Why Your Market Shouldn't Matter If Your Model Is Designed Properly... How My Two Best Locations Were In Polar Opposite Markets. Ep 71

Summary Notes


In a tactical discussion about business models in local markets, the speaker, presumably a successful gym owner or business consultant, argues that a well-designed model should be adaptable to any market conditions. They illustrate this with their own experience of running profitable gym locations in vastly different socioeconomic areas of Southern California. By implementing a bifurcated, or hybrid, model offering large group training at lower prices and semi-private training at higher rates, the speaker's gyms catered effectively to both low and high-income clients. They emphasize that market demographics should not hinder a business model's success, highlighting the benefits of both poor and wealthy markets in terms of customer acquisition and retention. The speaker concludes by stressing the importance of a solid acquisition strategy and excellent service quality over market characteristics.

Summary Notes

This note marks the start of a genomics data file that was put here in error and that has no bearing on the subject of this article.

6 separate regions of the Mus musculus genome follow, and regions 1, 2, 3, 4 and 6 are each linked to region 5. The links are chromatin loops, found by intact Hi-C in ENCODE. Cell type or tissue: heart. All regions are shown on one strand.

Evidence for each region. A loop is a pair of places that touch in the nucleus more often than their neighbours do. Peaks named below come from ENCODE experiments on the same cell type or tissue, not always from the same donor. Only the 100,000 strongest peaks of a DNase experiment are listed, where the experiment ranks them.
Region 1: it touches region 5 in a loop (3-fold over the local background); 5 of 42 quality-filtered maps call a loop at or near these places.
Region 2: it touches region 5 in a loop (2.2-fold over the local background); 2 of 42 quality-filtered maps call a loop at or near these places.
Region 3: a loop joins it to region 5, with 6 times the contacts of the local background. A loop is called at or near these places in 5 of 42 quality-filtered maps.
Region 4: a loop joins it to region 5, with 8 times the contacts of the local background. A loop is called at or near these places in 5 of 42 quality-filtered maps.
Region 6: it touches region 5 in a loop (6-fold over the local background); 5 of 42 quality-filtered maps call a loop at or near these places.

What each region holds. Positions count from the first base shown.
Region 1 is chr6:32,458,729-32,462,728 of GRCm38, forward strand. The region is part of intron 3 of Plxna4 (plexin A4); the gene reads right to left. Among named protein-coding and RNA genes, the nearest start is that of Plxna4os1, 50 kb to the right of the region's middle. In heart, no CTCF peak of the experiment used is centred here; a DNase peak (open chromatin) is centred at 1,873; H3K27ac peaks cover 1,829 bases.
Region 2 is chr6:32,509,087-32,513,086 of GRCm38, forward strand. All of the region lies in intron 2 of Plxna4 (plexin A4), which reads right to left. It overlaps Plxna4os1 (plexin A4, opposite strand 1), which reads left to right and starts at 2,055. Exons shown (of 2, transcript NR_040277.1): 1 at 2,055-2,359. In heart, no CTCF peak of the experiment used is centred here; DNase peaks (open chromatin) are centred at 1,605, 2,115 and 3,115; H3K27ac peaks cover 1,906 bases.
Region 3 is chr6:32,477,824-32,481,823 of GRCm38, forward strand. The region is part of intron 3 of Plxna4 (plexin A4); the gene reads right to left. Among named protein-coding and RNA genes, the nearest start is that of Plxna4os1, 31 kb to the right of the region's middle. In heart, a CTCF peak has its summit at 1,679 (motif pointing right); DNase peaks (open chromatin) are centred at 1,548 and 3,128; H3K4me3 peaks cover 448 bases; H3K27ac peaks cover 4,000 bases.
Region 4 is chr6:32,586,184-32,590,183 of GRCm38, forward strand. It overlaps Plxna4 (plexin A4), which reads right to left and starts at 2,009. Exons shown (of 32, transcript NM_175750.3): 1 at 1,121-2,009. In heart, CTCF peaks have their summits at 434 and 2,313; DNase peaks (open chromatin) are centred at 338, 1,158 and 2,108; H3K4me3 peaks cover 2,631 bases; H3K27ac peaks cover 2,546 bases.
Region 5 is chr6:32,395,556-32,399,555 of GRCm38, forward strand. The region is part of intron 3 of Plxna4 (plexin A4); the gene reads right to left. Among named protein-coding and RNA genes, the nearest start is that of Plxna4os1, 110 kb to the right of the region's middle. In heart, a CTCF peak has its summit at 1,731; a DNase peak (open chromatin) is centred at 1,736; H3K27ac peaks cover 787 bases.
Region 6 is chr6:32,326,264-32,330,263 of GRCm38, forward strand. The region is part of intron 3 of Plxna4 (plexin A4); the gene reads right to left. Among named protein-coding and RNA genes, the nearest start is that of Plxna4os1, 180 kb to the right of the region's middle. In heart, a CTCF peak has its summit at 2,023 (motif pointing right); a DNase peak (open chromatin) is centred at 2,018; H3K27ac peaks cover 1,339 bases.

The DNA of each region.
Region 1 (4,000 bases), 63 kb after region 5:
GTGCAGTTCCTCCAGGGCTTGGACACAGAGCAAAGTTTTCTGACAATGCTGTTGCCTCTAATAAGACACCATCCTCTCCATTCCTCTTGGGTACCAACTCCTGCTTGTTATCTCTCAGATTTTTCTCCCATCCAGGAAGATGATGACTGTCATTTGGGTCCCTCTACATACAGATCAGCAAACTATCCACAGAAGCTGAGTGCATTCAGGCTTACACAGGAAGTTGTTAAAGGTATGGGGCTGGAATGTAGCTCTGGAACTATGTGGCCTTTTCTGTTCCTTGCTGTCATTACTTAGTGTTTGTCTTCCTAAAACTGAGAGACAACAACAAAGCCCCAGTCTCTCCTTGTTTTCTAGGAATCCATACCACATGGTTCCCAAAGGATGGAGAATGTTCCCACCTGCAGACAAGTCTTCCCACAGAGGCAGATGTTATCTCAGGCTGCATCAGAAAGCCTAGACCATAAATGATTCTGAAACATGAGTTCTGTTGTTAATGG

Introduction to Business Model Flexibility

  • Speaker A discusses the importance of having a business model that can adapt to any local market.
  • Emphasizes that the success of a business should not be hindered by the market if the model is designed properly.
  • Uses their own experience with locations in different socioeconomic areas to illustrate the point.

"So why your market shouldn't matter if your model is designed properly is the title of this and how my two best locations were in polar opposite markets."

The quote highlights the core message that a well-designed business model should be successful regardless of market differences. The speaker is setting the stage to explain how their own business succeeded in diverse markets.

Market Variability and Business Success

  • Speaker A provides concrete examples of how their business thrived in markets with vastly different median incomes and demographics.
  • The Lahabra location had a median income of $31,000 and was in a poorer area with high gang activity.
  • The Lake Forest location was in a wealthier area with a median income of $120,000.
  • Speaker A also mentions a middle-tier location in Huntington Beach with a median income of $90,000.

"So my Lahabra location was in my, probably what you could argue, my poorest market. And so the poorest market. And so this is in Southern California, median income was 31,000."

This quote provides specifics about one of the locations, Lahabra, highlighting its economic status and challenges, which contrasts with the other locations mentioned.